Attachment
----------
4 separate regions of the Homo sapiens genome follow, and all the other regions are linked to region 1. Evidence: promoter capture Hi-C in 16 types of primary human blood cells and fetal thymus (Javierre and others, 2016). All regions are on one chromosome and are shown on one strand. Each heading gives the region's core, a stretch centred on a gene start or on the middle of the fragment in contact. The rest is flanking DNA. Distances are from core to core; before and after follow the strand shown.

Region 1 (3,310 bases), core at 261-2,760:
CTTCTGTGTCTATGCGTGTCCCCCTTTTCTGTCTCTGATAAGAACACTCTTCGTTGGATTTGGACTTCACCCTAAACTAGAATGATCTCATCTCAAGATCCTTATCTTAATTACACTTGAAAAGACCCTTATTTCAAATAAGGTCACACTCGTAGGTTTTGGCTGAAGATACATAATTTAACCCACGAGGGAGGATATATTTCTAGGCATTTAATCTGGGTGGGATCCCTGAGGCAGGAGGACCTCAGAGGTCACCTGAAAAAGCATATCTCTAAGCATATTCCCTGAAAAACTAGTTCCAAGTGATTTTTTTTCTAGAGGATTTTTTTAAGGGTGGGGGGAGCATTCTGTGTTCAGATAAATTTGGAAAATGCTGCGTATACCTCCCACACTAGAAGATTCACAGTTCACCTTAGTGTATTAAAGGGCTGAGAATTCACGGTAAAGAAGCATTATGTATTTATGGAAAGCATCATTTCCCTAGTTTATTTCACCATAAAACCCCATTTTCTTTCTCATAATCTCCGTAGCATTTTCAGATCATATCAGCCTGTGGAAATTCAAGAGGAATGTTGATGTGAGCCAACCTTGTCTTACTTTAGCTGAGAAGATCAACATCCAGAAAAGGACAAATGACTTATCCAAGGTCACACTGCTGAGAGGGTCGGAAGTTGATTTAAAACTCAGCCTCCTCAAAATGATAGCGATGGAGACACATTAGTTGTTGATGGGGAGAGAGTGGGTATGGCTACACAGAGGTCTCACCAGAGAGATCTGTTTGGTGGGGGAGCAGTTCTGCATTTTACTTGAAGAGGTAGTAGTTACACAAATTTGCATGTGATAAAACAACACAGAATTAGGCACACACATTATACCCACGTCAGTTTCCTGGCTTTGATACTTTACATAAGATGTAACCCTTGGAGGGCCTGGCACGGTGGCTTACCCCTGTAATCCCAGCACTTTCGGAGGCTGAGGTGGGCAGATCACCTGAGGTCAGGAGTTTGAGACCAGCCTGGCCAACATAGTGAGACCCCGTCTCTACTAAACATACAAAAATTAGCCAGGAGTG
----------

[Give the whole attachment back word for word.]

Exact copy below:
4 separate regions of the Homo sapiens genome follow, and all the other regions are linked to region 1. Evidence: promoter capture Hi-C in 16 types of primary human blood cells and fetal thymus (Javierre and others, 2016). All regions are on one chromosome and are shown on one strand. Each heading gives the region's core, a stretch centred on a gene start or on the middle of the fragment in contact. The rest is flanking DNA. Distances are from core to core; before and after follow the strand shown.

Region 1 (3,310 bases), core at 261-2,760:
CTTCTGTGTCTATGCGTGTCCCCCTTTTCTGTCTCTGATAAGAACACTCTTCGTTGGATTTGGACTTCACCCTAAACTAGAATGATCTCATCTCAAGATCCTTATCTTAATTACACTTGAAAAGACCCTTATTTCAAATAAGGTCACACTCGTAGGTTTTGGCTGAAGATACATAATTTAACCCACGAGGGAGGATATATTTCTAGGCATTTAATCTGGGTGGGATCCCTGAGGCAGGAGGACCTCAGAGGTCACCTGAAAAAGCATATCTCTAAGCATATTCCCTGAAAAACTAGTTCCAAGTGATTTTTTTTCTAGAGGATTTTTTTAAGGGTGGGGGGAGCATTCTGTGTTCAGATAAATTTGGAAAATGCTGCGTATACCTCCCACACTAGAAGATTCACAGTTCACCTTAGTGTATTAAAGGGCTGAGAATTCACGGTAAAGAAGCATTATGTATTTATGGAAAGCATCATTTCCCTAGTTTATTTCACCATAAAACCCCATTTTCTTTCTCATAATCTCCGTAGCATTTTCAGATCATATCAGCCTGTGGAAATTCAAGAGGAATGTTGATGTGAGCCAACCTTGTCTTACTTTAGCTGAGAAGATCAACATCCAGAAAAGGACAAATGACTTATCCAAGGTCACACTGCTGAGAGGGTCGGAAGTTGATTTAAAACTCAGCCTCCTCAAAATGATAGCGATGGAGACACATTAGTTGTTGATGGGGAGAGAGTGGGTATGGCTACACAGAGGTCTCACCAGAGAGATCTGTTTGGTGGGGGAGCAGTTCTGCATTTTACTTGAAGAGGTAGTAGTTACACAAATTTGCATGTGATAAAACAACACAGAATTAGGCACACACATTATACCCACGTCAGTTTCCTGGCTTTGATACTTTACATAAGATGTAACCCTTGGAGGGCCTGGCACGGTGGCTTACCCCTGTAATCCCAGCACTTTCGGAGGCTGAGGTGGGCAGATCACCTGAGGTCAGGAGTTTGAGACCAGCCTGGCCAACATAGTGAGACCCCGTCTCTACTAAACATACAAAAATTAGCCAGGAGTG